New Hampshire sailor killed in Pearl Harbor attack returns home for proper burial

Video still courtesy WMUR/CNN
Video still courtesy WMUR/CNN

Nearly 75 years after he died during the Japanese attack on Pearl Harbor, the remains of Navy Fireman 3rd Class Edwin Hopkins received a proper burial.

He was buried with full military honors in his hometown of Keene, New Hampshire. His cousin said it was a day to celebrate because Hopkins finally made his way back home.

Hopkins was one of 429 men who died when the ship they were on, the USS Oklahoma, was hit by torpedoes Dec. 7, 1941, and sunk. Thirty-two men were rescued; 14 Marines and 415 sailors were killed. Many of them, including Hopkins, were buried as “unknowns” in a Hawaii cemetery.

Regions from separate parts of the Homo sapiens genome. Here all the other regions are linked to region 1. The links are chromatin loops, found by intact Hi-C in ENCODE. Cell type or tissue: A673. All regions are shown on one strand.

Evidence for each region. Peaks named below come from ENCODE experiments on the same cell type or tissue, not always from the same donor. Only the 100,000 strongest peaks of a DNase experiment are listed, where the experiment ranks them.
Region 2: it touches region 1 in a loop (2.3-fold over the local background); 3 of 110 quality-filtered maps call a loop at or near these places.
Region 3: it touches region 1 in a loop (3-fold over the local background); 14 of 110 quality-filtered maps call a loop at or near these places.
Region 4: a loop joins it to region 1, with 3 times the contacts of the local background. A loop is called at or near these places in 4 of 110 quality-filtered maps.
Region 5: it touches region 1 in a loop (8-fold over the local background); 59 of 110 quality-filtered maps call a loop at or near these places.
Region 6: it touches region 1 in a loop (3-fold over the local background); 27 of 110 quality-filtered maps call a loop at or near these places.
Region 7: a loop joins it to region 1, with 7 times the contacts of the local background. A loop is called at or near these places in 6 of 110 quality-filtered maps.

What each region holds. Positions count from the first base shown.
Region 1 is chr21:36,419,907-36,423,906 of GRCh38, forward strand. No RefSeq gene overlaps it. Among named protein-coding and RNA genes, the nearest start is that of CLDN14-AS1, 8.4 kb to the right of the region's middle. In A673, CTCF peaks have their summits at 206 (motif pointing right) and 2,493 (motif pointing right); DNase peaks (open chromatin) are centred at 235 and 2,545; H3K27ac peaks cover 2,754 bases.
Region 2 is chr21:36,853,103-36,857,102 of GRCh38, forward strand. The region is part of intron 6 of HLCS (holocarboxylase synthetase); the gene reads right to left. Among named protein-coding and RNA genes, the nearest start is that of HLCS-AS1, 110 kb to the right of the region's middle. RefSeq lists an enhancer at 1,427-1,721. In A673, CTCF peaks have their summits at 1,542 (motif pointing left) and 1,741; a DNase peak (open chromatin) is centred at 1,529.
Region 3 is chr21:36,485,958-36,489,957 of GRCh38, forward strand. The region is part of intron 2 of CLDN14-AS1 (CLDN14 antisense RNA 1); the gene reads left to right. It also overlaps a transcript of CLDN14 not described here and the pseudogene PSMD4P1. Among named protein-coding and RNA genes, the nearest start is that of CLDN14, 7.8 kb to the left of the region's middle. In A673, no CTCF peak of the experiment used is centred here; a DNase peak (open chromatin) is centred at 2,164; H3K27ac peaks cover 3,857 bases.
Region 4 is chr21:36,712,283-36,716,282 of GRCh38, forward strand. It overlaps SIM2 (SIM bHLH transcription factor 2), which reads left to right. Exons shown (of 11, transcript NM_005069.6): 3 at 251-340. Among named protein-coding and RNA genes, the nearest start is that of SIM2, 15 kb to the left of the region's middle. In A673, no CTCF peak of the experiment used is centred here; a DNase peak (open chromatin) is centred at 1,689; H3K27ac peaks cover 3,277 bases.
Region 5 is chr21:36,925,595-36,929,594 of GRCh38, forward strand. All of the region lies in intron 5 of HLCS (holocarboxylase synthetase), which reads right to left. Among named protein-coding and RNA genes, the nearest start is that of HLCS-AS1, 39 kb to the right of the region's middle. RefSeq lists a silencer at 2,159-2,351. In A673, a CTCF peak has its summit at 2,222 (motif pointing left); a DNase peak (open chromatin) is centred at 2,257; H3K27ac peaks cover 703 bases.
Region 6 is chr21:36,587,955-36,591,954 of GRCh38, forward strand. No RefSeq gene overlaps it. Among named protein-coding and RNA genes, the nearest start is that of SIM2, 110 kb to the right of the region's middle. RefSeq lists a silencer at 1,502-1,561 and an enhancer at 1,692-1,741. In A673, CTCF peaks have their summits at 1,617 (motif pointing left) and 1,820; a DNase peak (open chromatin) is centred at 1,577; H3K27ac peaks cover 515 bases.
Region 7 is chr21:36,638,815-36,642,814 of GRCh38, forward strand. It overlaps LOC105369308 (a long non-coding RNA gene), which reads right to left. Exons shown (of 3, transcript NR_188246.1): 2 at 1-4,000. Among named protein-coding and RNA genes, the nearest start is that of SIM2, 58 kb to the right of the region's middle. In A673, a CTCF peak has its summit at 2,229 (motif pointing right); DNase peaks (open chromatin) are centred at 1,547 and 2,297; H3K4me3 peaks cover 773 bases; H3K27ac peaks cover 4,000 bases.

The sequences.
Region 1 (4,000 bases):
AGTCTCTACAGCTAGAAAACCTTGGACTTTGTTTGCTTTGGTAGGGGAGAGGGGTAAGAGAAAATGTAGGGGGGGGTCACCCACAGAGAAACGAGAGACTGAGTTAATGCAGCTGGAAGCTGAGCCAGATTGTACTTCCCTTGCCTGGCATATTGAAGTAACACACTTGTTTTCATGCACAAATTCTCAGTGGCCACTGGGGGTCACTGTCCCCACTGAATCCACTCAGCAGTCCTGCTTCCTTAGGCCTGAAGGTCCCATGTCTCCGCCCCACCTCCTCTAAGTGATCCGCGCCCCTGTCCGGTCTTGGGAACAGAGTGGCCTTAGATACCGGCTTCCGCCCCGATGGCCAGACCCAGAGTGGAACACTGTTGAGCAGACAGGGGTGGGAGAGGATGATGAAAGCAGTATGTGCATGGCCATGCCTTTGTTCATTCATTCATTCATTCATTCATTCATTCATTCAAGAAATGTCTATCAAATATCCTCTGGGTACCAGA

The 19-year-old from Swanzey, New Hampshire, was tentatively identified through dental records a few years later. But it took until 2015 before a DNA match with a distant cousin provided a positive ID.

Hopkins was buried next to his parents.

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